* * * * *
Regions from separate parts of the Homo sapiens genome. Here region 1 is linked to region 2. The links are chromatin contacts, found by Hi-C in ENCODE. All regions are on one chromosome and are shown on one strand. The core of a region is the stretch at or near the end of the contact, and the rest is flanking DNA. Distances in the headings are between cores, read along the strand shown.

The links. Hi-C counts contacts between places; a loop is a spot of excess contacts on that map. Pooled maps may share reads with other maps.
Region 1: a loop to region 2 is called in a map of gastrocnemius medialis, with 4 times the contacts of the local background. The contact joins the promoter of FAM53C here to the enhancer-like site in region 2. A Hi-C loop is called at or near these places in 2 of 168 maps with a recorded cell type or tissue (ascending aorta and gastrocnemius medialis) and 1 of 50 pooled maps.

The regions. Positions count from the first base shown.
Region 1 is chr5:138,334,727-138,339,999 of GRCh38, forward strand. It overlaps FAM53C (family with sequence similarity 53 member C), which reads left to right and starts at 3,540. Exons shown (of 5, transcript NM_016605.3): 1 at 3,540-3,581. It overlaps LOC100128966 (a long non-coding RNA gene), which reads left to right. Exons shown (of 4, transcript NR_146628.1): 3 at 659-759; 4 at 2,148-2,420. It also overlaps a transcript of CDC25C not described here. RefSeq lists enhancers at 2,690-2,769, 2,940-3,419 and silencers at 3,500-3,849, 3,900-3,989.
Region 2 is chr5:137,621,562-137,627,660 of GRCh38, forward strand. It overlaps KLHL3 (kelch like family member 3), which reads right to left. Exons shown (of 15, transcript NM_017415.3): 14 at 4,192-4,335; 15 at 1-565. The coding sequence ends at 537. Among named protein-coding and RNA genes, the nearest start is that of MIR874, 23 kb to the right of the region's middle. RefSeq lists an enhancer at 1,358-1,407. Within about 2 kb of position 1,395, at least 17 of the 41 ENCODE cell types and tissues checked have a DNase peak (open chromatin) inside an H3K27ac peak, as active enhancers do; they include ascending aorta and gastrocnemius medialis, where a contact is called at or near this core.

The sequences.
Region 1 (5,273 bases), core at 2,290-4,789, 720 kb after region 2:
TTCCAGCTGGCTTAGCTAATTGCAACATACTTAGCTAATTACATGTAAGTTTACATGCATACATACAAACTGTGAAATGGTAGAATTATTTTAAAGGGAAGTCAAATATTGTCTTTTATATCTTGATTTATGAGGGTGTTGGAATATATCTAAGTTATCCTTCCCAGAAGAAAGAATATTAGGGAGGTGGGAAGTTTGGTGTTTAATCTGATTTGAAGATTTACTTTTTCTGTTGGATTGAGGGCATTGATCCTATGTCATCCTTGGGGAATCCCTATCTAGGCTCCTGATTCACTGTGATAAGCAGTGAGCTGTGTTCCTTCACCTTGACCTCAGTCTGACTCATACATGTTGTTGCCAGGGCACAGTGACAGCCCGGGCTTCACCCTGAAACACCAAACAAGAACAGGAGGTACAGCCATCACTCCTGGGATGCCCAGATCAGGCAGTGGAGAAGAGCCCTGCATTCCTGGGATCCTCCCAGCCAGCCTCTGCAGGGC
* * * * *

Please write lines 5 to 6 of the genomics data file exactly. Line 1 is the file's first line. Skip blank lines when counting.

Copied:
Region 1 is chr5:138,334,727-138,339,999 of GRCh38, forward strand. It overlaps FAM53C (family with sequence similarity 53 member C), which reads left to right and starts at 3,540. Exons shown (of 5, transcript NM_016605.3): 1 at 3,540-3,581. It overlaps LOC100128966 (a long non-coding RNA gene), which reads left to right. Exons shown (of 4, transcript NR_146628.1): 3 at 659-759; 4 at 2,148-2,420. It also overlaps a transcript of CDC25C not described here. RefSeq lists enhancers at 2,690-2,769, 2,940-3,419 and silencers at 3,500-3,849, 3,900-3,989.
Region 2 is chr5:137,621,562-137,627,660 of GRCh38, forward strand. It overlaps KLHL3 (kelch like family member 3), which reads right to left. Exons shown (of 15, transcript NM_017415.3): 14 at 4,192-4,335; 15 at 1-565. The coding sequence ends at 537. Among named protein-coding and RNA genes, the nearest start is that of MIR874, 23 kb to the right of the region's middle. RefSeq lists an enhancer at 1,358-1,407. Within about 2 kb of position 1,395, at least 17 of the 41 ENCODE cell types and tissues checked have a DNase peak (open chromatin) inside an H3K27ac peak, as active enhancers do; they include ascending aorta and gastrocnemius medialis, where a contact is called at or near this core.